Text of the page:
NHS in Leeds urge parents to make sure children with asthma remember their inhalers

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The NHS in Leeds is urging parents to make sure children who suffer with asthma remember their inhalers this summer.

As the temperature increases, the NHS in Leeds is advising people with asthma – especially children – on how to manage their health this summer to avoid the ‘September spike’ in emergency asthma admissions.

Asthma is the most common long term medical condition with over 1.1 million children currently receiving treatment.

Changes in temperature and high pollen levels can trigger asthma symptoms.

In a statement released by the NHS Leeds CCG, they said it is important to take preventative measures including using inhalers regularly.

Children who do not manage their asthma well during summer are at greater risk of having an asthma attack when back in school, the statement said.

Children are exposed to cold and flu viruses at school which are common triggers of asthma attacks.

Dr Gordon Sinclair, Clinical Chair of NHS Leeds Clinical Commissioning Group, said, “After the summer holidays we see a dramatic increase in the number of children with asthma being taken to A&E and often being admitted to hospital for further treatment. A significant factor is that they haven’t regularly used their asthma medication during the holidays.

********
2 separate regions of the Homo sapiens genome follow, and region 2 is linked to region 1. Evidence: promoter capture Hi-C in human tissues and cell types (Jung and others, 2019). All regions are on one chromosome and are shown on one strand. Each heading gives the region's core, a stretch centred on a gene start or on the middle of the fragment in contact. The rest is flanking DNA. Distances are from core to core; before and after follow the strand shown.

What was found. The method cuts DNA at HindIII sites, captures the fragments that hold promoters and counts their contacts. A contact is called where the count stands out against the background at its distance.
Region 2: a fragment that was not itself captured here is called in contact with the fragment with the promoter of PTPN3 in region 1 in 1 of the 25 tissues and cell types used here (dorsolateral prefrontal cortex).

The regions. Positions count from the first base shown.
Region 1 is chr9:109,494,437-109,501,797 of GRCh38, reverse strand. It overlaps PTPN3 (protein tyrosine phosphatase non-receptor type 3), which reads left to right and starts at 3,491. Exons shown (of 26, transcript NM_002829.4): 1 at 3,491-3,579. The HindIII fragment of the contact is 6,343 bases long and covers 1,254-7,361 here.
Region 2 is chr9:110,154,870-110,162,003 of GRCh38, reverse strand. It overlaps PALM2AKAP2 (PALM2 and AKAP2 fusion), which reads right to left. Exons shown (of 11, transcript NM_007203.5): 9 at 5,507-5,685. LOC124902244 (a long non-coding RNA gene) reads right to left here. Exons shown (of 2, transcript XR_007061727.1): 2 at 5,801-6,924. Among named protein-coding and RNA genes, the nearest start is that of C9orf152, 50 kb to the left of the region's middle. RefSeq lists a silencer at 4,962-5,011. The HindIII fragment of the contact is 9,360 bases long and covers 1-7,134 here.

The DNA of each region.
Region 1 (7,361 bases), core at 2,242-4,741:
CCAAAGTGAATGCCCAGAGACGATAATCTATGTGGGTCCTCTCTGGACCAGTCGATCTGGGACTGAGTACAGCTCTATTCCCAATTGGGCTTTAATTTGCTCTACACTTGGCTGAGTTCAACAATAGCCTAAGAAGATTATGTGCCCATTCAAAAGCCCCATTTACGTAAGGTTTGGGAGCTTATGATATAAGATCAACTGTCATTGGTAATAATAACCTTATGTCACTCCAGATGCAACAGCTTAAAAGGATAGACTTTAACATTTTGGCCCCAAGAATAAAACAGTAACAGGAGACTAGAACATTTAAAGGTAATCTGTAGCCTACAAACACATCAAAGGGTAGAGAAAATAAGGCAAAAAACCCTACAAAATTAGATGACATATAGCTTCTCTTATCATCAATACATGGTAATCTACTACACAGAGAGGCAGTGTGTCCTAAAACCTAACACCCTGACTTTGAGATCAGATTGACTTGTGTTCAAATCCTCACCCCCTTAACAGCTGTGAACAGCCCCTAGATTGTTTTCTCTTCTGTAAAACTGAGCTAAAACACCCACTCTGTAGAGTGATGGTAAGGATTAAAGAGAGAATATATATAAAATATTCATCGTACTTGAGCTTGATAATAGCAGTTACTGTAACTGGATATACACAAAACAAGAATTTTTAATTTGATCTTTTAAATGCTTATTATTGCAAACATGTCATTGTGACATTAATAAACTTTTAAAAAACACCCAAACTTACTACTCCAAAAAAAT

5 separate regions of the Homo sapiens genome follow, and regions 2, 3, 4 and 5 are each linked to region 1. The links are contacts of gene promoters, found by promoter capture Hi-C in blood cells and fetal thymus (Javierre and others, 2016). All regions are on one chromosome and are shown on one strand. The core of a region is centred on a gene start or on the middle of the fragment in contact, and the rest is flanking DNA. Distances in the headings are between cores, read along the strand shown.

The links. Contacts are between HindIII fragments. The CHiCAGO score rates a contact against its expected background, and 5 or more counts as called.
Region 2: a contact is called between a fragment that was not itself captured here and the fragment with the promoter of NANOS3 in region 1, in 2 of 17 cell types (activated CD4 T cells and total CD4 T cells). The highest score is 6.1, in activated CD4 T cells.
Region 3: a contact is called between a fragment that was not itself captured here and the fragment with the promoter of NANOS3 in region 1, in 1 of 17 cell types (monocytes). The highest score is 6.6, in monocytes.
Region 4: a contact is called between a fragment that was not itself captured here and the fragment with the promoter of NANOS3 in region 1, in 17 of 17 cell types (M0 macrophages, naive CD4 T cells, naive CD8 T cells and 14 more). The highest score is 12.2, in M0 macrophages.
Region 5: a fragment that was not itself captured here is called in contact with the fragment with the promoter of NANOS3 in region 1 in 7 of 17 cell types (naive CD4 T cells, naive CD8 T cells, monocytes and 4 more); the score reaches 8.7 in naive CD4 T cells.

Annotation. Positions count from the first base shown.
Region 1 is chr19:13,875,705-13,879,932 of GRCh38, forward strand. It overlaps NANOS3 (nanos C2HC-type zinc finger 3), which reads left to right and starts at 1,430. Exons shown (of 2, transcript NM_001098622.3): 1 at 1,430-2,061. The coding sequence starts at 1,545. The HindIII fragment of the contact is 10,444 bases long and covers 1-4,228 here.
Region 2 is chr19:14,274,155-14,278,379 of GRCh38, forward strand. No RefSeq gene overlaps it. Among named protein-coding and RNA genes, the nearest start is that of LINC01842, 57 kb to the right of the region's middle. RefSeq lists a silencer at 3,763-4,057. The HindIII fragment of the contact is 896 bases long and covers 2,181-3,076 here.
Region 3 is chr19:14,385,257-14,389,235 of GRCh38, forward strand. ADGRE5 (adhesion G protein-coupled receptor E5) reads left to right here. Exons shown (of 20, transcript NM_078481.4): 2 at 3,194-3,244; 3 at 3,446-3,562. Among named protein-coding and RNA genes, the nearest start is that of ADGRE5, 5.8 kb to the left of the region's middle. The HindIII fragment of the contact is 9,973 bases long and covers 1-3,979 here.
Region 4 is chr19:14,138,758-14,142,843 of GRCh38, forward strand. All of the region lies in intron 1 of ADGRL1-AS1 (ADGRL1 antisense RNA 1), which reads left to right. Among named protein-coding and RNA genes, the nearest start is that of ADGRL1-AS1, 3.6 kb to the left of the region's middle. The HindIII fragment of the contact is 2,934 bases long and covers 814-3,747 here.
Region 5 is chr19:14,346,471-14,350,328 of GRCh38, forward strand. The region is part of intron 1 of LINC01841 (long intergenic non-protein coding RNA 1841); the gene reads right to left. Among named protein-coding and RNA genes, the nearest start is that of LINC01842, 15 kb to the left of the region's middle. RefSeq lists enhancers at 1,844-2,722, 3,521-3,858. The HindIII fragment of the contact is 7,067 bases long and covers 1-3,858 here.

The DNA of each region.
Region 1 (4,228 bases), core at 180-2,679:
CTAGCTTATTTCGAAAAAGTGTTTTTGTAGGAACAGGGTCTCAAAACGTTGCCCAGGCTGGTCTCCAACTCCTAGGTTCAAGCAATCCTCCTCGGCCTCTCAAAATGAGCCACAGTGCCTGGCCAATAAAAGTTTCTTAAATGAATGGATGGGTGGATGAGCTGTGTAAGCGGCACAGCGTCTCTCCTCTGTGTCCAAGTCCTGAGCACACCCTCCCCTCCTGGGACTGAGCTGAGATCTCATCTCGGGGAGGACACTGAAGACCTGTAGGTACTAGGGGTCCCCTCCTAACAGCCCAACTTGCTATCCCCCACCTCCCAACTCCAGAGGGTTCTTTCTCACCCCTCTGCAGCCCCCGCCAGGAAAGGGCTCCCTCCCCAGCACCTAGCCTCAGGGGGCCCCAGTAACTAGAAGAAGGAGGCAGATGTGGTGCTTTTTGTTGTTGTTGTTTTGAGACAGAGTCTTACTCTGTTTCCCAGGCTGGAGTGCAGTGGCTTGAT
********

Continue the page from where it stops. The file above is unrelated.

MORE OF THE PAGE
“If you’re the parent or carer of a child with asthma, please make sure they have their inhalers with them when they go out to play or when you go on holiday. This is especially important if you go abroad, where it may not be as easy to access healthcare.”

The NHS said people with asthma should keep their preventer inhaler with them and use as prescribed by their doctor.

This helps reduce the chance of their body reacting to the usual asthma symptoms.

They should also have their reliever inhaler in case they start experiencing asthma symptoms.

Asthma sufferers should monitor their symptoms using an action plan and this will allow them to identify when it is flaring up so they can take relevant steps.

It is also important for children to remain hydrated by drinking lots of water, especially as they spend more time outside, the NHS said.

Parents should encourage children to take regular breaks and sit in an air conditioned room indoors to help them stay cool.

Asthma UK has developed a ‘My Asthma’ resource pack for children aged 6-12 years old including a six week diary for children to complete with a reward sticker for every week completed.

The resource pack can be downloaded from Asthma UK’s website https://www.asthma.org.uk/advice/child/manage/action-plan/

Asthma UK provides simple, straightforward information for children and adults for more information visit: www.asthma.org.uk